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Equatorial Coca-Cola Bottling Co. Moves to Improve Access to Clean Water for S. Sudan Refugees in Uganda


Equatorial Coca-Cola Bottling Company remains committed to the communities of the countries where it operates through a newly launched collaboration with Spain for UNHCR (The United Nations Refugee Agency. The project, known as “Water Assistance for South Sudanese Refugees in Uganda” is designed to ensure access to safe drinking water for South-Sudanese refugees in Uganda.

Guaranteeing access to clean water and sanitation services for South Sudanese refugees in Uganda is the driving priority behind the collaboration between Equatorial Coca-Cola Bottling Company and Spain for UNHCR. The project will be carried out in the settlement of Bidibidi, located in the district of Yumbe, west of the Nile River. As the largest camp for refugees from South Sudan, it covers approximately 234 square kilometers.

UNHCR and Equatorial Coca-Cola Bottling Company seek to improve the water supply situation at the Bidibidi refugee camp settlement through installing a hybrid system that will ease extraction from one of the existing wells. In total, there are two functional hand pumps, one of them being this deep well where pumping water requires the strength of minimum two adults, meaning the process is strenuous and difficult. This new system will provide clean water to more than 6.500 people, covering a distance of 9km radius from the water site and creating 7 different distribution points, it is estimated that the recommended availability of 20L per person per day when the site is fully operating will be achieved.

Having access to clean water and sanitation infrastructure is key to ensure a healthy life. Additionally, clean water availability has the power to encourage gender equality, further education and generate income for people who have been forced to flee their homes as a result of war, persecution and violence.

Yet millions of people across the world are deprived of this essential need. The issue is particularly problematic in Southern Africa. The United Nations estimates that Sub-Saharan Africa alone must spend up to 40 billion hours per day collecting water.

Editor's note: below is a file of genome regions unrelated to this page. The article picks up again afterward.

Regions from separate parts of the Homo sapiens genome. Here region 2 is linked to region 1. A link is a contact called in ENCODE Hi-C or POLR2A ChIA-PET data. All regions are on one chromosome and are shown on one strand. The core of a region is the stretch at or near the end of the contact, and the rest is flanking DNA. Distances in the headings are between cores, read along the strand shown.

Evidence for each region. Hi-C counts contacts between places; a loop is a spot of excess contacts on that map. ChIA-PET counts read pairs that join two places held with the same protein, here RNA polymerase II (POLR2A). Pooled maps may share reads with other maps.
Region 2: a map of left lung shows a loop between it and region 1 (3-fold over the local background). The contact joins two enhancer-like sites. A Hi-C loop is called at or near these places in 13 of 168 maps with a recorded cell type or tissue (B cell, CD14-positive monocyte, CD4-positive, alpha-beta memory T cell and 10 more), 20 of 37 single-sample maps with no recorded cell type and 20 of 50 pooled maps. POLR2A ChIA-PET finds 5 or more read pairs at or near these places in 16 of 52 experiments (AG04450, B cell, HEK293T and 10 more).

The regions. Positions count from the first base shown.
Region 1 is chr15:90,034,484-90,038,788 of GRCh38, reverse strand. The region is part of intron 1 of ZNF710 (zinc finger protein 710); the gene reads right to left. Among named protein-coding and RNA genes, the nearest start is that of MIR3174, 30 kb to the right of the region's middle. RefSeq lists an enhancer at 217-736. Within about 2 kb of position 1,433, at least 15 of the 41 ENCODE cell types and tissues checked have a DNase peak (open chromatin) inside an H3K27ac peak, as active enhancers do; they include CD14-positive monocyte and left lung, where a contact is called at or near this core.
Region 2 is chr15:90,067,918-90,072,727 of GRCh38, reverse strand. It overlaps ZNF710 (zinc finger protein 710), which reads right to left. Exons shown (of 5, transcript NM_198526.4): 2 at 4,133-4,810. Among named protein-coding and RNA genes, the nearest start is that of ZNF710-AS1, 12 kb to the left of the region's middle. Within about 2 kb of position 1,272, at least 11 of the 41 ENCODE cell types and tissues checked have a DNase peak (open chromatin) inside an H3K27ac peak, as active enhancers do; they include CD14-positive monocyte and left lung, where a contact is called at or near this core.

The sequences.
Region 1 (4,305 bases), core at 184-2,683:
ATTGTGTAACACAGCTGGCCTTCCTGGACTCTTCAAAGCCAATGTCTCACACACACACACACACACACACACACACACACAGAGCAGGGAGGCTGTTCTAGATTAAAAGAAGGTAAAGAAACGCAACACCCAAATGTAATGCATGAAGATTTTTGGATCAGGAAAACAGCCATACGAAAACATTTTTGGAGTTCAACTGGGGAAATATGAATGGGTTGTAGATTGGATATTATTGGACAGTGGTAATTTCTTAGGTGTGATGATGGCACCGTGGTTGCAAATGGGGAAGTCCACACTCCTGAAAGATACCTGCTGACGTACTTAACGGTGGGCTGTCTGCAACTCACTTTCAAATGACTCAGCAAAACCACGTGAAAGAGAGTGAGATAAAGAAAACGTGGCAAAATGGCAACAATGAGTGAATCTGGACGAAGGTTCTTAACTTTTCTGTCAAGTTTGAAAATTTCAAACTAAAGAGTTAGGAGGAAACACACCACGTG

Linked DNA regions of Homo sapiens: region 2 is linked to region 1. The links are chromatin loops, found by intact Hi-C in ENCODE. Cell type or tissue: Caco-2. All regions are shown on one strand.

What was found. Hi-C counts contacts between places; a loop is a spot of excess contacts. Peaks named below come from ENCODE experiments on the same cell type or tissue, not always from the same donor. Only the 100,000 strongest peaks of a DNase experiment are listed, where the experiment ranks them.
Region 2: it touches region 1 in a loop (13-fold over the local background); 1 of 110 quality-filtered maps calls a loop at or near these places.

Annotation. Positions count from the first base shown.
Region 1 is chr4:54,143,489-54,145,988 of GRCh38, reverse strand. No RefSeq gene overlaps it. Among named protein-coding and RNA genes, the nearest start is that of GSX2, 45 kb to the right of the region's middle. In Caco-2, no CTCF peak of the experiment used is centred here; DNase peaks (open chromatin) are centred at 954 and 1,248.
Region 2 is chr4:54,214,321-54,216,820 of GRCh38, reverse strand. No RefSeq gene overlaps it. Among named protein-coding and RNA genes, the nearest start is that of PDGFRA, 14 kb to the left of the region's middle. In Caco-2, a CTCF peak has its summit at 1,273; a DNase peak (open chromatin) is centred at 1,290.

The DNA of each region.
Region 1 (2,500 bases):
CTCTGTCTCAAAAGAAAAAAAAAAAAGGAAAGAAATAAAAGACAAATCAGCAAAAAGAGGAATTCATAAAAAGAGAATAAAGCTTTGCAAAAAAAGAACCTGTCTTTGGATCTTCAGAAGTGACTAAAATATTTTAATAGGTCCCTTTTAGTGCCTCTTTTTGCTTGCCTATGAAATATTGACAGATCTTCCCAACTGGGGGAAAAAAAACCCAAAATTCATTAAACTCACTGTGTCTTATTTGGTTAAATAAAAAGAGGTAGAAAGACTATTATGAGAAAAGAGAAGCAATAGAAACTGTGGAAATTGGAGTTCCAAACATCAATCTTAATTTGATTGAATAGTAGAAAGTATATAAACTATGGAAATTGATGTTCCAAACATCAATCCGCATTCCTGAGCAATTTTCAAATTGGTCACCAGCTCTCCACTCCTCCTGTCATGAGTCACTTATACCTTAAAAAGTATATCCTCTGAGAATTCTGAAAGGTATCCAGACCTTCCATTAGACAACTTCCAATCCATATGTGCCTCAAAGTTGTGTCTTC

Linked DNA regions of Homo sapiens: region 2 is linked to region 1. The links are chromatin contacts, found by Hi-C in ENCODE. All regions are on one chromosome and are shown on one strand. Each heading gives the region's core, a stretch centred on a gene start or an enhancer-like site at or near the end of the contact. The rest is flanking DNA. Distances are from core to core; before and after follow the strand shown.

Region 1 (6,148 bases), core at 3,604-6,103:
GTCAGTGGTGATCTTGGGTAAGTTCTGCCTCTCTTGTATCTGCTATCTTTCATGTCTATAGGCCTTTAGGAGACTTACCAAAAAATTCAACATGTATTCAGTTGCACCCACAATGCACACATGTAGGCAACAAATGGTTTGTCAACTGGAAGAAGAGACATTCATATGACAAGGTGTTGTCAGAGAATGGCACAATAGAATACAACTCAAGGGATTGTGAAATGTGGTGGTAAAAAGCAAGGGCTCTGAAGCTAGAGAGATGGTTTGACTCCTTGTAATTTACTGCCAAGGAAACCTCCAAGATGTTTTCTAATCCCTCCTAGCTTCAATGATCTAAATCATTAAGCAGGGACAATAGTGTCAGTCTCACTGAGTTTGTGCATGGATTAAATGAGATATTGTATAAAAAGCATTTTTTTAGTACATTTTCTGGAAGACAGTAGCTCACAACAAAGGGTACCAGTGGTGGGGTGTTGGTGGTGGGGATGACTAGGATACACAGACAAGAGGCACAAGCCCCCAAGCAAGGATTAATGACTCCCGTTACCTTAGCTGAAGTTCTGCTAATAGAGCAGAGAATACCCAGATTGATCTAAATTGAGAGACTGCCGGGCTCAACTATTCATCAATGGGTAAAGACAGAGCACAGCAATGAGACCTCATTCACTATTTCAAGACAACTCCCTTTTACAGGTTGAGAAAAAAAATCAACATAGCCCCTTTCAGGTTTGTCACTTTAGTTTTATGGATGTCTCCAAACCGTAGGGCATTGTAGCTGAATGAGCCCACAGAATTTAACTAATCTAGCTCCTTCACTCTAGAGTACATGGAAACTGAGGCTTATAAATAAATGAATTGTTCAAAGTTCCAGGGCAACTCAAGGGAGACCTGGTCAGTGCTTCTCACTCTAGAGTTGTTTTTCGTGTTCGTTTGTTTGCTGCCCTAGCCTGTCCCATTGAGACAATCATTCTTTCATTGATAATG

The United Nations has also resolved that all refugees or asylum seekers must have access to safe drinking water. In Uganda, one of the largest countries of asylum in the world, 65.5% of over 1.22 million refugees come from South Sudan, where the conflict started in 2013 caused a massive exodus of civilians to neighboring countries.

Insufficient water supply in the Bidibidi settlement has led refugees to resort to collecting water from unprotected sources, including open ponds, streams and rivers, to meet domestic needs. Not only does this raise severe health concerns, but it also instigates gender issues and hinders education because women and children are generally the ones commissioned by their families to fulfill the arduous task of extracting water from a deep well. Other sources of clean water include tank trucks able to supply 40 m3 of water a day, a measure that is both expensive and unsustainable.

“Equatorial Coca-Cola has a long history supporting South Sudanese communities, we began our operations in the country in 2012, and we continue supporting them wherever they are, not only by providing beverages but with our community projects.” Mark Jan Hoogendam, General Manager, Equatorial Coca-Cola in South Sudan (UBC).

“Coca-Cola Beverages Africa in Uganda is honored to join Equatorial Coca-Cola Bottling Company as they commission their collaboration with Spain for UNHCR in an initiative dubbed “Water Assistance for South Sudanese Refugees in Uganda” – Maureen Kyomuhendo, Public Affairs & Communications Manager, Coca-Cola Beverages Africa in Uganda.

Coca-Cola Beverages Africa in Uganda is already working with REHORE, a local NGO in Uganda to empower female refugees in three camps including Bidibidi under the Coca-Cola 5 by 20 program.

Also, through our plastic recycling facility (Plastic Recycling Industries), we shall be happy to further empower the refugees in Bidibidi by offering to buy plastic from them if they can collect the plastic. This, will ensure they have a constant source of income.



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